Children of Divorce: Bill of Rights

1. The right not to be asked to “choose sides” or be put in a situation where I would have to take sides between my parents.

2. The right to be treated as a person and not as a pawn, possession or a negotiating chip.

3. The right to freely and privately communicate with both parents.

4. The right not to be asked questions by one parent about the other.

5. The right not to be a messenger.

6. The right to express my feelings.

7. The right to adequate visitation with the non-custodial parent which will best serve my needs and wishes.

8. The right to love and have a relationship with both parents without being made to feel guilty.

9. The right not to hear either parent say anything bad about the other.

10. The right to the same educational opportunities and economic support that I would have had if my parents did not divorce.

11. The right to have what is in my best interest protected at all times.

12. The right to maintain my status as a child and not to take on adult responsibilities for the sake of the parent’s well being.

13. The right to request my parents seek appropriate emotional and social support when needed.

14. The right to expect consistent parenting at a time when little in my life seems constant or secure.

15. The right to expect healthy relationship modeling, despite the recent events.

16. The right to expect the utmost support when taking the time and steps needed to secure a healthy adjustment to the current situation.

Copied from The Wicked StepMom.


13 responses to “Children of Divorce: Bill of Rights

  1. Fabulous. Too bad many divorced parents won’t pay any attention to it.

  2. There are things that apply to all children, even those whose parents are married.

  3. The right to visit the non-custodian parent is not a duty to visit the non-custodian parent.

    The right to be master over their own free time and leisure activities.

    The right that non-custodial parents do not interfere with leisure activities, even if it reduces their visiting time.

  4. the right to have parents who do not argue constantly

    the right to be kept out of trials

  5. …in this sense, I suspect that shared custody as a default solution might be harmful to the children in some cases, because parents might continue to argue constantly over “children’s issues” like time with each parent (it has to be 50:50 and not one second more or else, or else I go to court), school choice, activity choice, etc.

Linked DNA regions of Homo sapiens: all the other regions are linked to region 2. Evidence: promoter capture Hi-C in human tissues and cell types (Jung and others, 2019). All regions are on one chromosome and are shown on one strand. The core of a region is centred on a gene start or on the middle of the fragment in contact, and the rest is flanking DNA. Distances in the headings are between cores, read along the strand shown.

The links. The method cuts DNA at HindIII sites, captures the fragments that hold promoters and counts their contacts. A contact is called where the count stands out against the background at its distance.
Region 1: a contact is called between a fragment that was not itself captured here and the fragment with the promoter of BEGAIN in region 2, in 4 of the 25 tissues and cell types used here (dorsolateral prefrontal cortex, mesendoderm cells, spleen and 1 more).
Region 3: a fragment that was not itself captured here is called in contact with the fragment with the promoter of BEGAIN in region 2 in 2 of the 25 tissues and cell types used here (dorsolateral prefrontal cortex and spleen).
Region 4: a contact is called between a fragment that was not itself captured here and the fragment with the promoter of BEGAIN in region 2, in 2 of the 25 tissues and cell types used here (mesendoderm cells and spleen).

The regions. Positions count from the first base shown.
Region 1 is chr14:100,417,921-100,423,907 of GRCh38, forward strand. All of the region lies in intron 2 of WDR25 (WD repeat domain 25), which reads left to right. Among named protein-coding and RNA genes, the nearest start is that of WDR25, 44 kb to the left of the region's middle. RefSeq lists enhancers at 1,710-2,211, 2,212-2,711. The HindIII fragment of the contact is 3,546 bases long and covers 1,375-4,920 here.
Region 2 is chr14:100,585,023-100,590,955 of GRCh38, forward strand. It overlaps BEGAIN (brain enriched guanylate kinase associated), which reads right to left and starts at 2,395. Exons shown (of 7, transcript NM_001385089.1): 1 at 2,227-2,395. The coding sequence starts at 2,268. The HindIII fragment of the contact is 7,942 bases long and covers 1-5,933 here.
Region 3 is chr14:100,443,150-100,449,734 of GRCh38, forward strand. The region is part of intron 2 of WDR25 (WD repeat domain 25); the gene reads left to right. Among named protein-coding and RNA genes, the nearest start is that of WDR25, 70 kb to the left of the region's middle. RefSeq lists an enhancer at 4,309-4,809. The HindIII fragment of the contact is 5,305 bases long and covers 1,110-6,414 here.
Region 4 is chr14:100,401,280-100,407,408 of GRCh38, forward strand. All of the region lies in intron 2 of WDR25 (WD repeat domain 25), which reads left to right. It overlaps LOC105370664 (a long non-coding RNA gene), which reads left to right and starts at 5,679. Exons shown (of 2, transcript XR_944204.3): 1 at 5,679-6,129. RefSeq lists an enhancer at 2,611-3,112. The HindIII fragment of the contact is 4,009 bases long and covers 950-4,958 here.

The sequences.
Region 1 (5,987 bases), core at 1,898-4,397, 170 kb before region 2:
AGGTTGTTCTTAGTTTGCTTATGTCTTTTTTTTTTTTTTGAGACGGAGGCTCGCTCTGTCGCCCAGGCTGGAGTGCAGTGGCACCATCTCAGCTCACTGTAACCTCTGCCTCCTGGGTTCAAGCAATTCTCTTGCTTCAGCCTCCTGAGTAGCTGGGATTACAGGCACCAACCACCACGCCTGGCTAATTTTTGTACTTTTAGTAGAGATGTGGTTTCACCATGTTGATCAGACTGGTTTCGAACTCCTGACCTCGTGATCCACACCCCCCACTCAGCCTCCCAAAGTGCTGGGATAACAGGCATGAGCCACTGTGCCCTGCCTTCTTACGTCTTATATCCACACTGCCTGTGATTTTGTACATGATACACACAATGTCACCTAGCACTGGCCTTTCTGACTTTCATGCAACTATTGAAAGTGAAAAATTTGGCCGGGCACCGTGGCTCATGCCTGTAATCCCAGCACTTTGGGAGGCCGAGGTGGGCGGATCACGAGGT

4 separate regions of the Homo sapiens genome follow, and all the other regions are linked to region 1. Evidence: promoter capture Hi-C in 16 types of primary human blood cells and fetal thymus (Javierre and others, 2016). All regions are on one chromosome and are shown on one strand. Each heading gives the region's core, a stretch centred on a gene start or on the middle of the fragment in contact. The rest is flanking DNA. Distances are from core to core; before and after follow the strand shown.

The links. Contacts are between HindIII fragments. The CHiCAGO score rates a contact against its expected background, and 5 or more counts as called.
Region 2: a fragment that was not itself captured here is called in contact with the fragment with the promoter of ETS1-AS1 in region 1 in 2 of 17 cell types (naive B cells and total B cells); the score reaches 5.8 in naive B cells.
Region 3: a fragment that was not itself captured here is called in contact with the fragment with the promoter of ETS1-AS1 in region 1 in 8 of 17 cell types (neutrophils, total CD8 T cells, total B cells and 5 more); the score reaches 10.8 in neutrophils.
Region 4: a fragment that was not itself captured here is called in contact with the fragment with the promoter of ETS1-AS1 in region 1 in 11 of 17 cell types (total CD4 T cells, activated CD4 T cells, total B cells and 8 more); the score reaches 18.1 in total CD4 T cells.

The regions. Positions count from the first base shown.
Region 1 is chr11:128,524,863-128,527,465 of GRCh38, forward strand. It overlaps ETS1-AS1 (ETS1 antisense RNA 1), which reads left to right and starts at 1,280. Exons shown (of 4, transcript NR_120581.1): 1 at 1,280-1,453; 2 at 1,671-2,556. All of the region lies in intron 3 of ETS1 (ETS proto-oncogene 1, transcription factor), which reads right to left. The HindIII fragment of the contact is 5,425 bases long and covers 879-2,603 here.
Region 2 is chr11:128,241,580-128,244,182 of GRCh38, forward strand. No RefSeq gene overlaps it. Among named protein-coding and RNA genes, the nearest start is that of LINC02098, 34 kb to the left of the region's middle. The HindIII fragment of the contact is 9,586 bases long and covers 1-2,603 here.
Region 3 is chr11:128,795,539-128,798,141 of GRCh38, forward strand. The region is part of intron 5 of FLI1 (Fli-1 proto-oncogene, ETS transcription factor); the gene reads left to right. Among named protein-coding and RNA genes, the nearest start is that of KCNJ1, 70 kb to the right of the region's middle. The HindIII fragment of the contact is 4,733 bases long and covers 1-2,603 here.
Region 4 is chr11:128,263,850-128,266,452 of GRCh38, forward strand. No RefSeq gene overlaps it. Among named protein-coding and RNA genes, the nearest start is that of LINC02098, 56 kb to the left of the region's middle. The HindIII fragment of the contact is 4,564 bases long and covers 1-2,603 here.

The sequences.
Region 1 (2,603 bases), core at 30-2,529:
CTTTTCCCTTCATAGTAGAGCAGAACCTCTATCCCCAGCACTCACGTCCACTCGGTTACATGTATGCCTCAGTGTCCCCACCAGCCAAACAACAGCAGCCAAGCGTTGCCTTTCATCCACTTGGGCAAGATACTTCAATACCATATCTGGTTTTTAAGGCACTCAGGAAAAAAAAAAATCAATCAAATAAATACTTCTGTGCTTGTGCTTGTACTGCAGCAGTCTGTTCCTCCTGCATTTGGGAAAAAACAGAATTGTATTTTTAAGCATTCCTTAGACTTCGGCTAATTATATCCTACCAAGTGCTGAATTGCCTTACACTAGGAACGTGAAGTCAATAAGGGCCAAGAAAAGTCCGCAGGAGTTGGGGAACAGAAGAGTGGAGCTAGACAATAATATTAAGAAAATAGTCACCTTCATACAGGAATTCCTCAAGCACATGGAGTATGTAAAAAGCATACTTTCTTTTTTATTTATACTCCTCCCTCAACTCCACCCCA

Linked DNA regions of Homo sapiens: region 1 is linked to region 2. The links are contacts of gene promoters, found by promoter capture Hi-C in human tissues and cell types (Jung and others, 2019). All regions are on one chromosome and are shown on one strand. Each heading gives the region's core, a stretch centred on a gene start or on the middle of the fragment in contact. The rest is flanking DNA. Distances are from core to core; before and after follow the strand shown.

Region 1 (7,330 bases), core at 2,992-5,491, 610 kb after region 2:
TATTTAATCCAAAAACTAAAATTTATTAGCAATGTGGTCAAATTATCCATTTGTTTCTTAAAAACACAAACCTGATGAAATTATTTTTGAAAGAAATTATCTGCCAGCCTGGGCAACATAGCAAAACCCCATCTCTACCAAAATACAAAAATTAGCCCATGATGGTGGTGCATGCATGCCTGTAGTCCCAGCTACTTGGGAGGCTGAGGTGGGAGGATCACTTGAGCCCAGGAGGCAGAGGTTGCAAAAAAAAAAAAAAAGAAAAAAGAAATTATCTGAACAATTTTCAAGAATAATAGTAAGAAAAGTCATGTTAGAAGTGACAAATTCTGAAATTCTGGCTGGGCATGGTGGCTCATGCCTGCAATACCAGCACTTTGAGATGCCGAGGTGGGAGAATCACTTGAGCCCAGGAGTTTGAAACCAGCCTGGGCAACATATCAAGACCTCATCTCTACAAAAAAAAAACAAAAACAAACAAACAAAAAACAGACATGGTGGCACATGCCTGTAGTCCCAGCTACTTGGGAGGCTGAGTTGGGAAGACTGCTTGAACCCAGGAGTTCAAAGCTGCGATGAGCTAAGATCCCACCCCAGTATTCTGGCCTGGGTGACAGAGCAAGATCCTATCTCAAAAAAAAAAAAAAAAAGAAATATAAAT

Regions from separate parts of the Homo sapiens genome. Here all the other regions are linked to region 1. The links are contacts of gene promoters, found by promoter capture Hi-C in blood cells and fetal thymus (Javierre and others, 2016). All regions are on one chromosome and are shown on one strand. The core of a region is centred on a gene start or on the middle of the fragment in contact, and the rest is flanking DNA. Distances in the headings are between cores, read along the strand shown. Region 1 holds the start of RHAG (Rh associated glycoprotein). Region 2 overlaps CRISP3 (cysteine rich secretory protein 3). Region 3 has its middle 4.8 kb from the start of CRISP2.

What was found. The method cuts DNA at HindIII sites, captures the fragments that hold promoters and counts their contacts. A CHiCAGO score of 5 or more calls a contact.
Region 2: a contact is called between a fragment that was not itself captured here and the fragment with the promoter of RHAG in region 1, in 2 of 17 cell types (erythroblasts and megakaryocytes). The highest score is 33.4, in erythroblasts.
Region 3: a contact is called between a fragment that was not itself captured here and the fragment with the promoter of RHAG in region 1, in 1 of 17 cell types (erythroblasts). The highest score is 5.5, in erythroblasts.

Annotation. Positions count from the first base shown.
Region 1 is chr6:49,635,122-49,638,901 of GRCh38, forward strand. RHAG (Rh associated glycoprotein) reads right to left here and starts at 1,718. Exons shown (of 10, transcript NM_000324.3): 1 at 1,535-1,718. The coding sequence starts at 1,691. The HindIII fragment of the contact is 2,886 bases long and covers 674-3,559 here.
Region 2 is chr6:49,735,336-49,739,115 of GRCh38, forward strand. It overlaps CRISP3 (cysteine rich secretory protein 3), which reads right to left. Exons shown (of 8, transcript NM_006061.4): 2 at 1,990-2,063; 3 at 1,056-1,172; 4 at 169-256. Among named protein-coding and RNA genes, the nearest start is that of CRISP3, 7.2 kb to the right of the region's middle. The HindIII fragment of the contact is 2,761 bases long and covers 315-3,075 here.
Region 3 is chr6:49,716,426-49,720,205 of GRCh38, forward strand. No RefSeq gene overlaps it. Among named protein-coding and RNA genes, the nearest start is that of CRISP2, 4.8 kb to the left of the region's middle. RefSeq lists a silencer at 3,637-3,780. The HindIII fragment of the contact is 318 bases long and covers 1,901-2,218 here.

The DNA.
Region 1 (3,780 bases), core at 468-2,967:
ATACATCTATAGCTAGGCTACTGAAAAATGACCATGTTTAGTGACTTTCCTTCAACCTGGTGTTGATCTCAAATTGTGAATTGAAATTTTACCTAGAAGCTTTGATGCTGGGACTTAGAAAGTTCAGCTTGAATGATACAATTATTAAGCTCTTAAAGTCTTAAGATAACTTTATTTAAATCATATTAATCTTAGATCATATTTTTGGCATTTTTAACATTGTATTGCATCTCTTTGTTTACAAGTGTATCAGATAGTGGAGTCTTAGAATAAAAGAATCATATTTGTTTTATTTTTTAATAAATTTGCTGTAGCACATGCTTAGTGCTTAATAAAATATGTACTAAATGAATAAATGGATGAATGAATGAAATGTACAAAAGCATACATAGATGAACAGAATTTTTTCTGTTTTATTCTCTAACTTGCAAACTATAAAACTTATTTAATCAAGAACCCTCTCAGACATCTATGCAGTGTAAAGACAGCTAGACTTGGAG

It gives the “not really custodial” parent enormous leverage to interfere with the “more custodial” parent’s life.

  6. …and there should be a “second line of defense” in case the “other” parent does not respect the bill of rights you very adequately formulated here.

  7. are there statistics regarding divorce among arranged marriages vs. choosing a partner?

  8. lady lock and load

    10.” The right to the same educational opportunities and economic support that I would have had if my parents did not divorce.”
    In my humble opinion, Hadassah, sometimes when parents divorce there is not as much money as before because there are TWO separate households to run on two salaries, where as before there was one house (with all it’s expenses) on two salaries. If the wife does not remarry it changes the financial situation and the kids sometimes can’t live like they did before. I am thank G-d not divorced but have seen others who divorced and it changed what the kids could buy and do (as much as the parents want them to still have everything as before, sometimes they just aren’t able to anymore.)

  9. fille, I respect your sentiments; but I’d like to suggest that there needs to be some sort of balance. A non-custodial parent is still a parent as far as a child’s duties towards their parents go. Remember ‘honor your father and mother’? In Judaism, children have duties. I’m claiming to paskin here; but I’d be curious to know what a sensible and qualified rav would say about a theoretical duty to ‘visit the non-custodial parent’ or ‘reschedule leisure activities to allow time with the non-custodial parent’. If the parents weren’t divorced, I suspect there would be times when the child would have to forgo some activity or another because the parent had other ideas. I will certainly admit this isn’t simple; nor is it the same as if the parents were married. I just want to suggest that even taking into account the very important psychological needs of the child (priority!), part of their proper education as Jews *might* have to include accommodating the non-custodial parent in some way. I truly don’t know; but it seems to me a worthy question.